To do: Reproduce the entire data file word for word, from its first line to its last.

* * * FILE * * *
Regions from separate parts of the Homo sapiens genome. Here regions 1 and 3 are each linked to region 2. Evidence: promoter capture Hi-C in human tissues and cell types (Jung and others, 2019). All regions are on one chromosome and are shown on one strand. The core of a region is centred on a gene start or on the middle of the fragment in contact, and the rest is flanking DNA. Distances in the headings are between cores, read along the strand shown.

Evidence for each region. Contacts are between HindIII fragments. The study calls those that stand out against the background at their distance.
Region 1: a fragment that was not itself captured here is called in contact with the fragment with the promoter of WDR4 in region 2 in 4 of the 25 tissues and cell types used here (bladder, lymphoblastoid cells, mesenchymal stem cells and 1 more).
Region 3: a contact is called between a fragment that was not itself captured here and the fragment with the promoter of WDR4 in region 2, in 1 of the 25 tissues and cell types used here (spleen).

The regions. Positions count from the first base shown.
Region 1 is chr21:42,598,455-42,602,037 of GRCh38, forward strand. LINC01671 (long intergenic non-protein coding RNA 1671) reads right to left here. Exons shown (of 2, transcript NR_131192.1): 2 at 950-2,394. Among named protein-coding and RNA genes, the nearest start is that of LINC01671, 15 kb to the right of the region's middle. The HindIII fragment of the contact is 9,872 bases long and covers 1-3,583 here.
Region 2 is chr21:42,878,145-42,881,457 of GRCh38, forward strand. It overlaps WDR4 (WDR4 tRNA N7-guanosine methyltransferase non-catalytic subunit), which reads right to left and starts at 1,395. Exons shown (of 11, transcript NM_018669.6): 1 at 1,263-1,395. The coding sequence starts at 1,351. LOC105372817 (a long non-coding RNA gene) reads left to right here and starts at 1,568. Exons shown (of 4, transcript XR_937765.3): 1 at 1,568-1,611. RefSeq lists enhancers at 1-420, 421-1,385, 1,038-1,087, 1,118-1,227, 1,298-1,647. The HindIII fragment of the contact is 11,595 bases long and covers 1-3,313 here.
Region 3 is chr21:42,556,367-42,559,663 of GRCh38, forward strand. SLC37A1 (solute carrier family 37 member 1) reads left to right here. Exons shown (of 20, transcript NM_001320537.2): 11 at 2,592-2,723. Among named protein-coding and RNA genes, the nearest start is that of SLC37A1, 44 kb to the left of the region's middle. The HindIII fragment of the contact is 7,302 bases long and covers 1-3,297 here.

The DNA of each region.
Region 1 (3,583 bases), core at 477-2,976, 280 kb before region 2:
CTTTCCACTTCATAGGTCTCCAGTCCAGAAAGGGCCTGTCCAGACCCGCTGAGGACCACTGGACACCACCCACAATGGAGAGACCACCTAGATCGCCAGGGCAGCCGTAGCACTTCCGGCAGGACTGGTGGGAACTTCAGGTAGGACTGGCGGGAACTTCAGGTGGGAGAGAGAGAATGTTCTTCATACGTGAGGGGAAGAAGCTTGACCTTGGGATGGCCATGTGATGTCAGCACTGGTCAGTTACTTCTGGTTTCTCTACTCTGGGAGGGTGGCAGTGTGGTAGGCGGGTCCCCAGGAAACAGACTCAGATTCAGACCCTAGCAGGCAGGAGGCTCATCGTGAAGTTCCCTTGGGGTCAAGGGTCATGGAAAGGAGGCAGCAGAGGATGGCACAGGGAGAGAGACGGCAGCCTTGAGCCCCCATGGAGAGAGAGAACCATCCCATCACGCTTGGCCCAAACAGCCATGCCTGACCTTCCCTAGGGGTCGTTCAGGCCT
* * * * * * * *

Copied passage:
Regions from separate parts of the Homo sapiens genome. Here regions 1 and 3 are each linked to region 2. Evidence: promoter capture Hi-C in human tissues and cell types (Jung and others, 2019). All regions are on one chromosome and are shown on one strand. The core of a region is centred on a gene start or on the middle of the fragment in contact, and the rest is flanking DNA. Distances in the headings are between cores, read along the strand shown.

Evidence for each region. Contacts are between HindIII fragments. The study calls those that stand out against the background at their distance.
Region 1: a fragment that was not itself captured here is called in contact with the fragment with the promoter of WDR4 in region 2 in 4 of the 25 tissues and cell types used here (bladder, lymphoblastoid cells, mesenchymal stem cells and 1 more).
Region 3: a contact is called between a fragment that was not itself captured here and the fragment with the promoter of WDR4 in region 2, in 1 of the 25 tissues and cell types used here (spleen).

The regions. Positions count from the first base shown.
Region 1 is chr21:42,598,455-42,602,037 of GRCh38, forward strand. LINC01671 (long intergenic non-protein coding RNA 1671) reads right to left here. Exons shown (of 2, transcript NR_131192.1): 2 at 950-2,394. Among named protein-coding and RNA genes, the nearest start is that of LINC01671, 15 kb to the right of the region's middle. The HindIII fragment of the contact is 9,872 bases long and covers 1-3,583 here.
Region 2 is chr21:42,878,145-42,881,457 of GRCh38, forward strand. It overlaps WDR4 (WDR4 tRNA N7-guanosine methyltransferase non-catalytic subunit), which reads right to left and starts at 1,395. Exons shown (of 11, transcript NM_018669.6): 1 at 1,263-1,395. The coding sequence starts at 1,351. LOC105372817 (a long non-coding RNA gene) reads left to right here and starts at 1,568. Exons shown (of 4, transcript XR_937765.3): 1 at 1,568-1,611. RefSeq lists enhancers at 1-420, 421-1,385, 1,038-1,087, 1,118-1,227, 1,298-1,647. The HindIII fragment of the contact is 11,595 bases long and covers 1-3,313 here.
Region 3 is chr21:42,556,367-42,559,663 of GRCh38, forward strand. SLC37A1 (solute carrier family 37 member 1) reads left to right here. Exons shown (of 20, transcript NM_001320537.2): 11 at 2,592-2,723. Among named protein-coding and RNA genes, the nearest start is that of SLC37A1, 44 kb to the left of the region's middle. The HindIII fragment of the contact is 7,302 bases long and covers 1-3,297 here.

The DNA of each region.
Region 1 (3,583 bases), core at 477-2,976, 280 kb before region 2:
CTTTCCACTTCATAGGTCTCCAGTCCAGAAAGGGCCTGTCCAGACCCGCTGAGGACCACTGGACACCACCCACAATGGAGAGACCACCTAGATCGCCAGGGCAGCCGTAGCACTTCCGGCAGGACTGGTGGGAACTTCAGGTAGGACTGGCGGGAACTTCAGGTGGGAGAGAGAGAATGTTCTTCATACGTGAGGGGAAGAAGCTTGACCTTGGGATGGCCATGTGATGTCAGCACTGGTCAGTTACTTCTGGTTTCTCTACTCTGGGAGGGTGGCAGTGTGGTAGGCGGGTCCCCAGGAAACAGACTCAGATTCAGACCCTAGCAGGCAGGAGGCTCATCGTGAAGTTCCCTTGGGGTCAAGGGTCATGGAAAGGAGGCAGCAGAGGATGGCACAGGGAGAGAGACGGCAGCCTTGAGCCCCCATGGAGAGAGAGAACCATCCCATCACGCTTGGCCCAAACAGCCATGCCTGACCTTCCCTAGGGGTCGTTCAGGCCT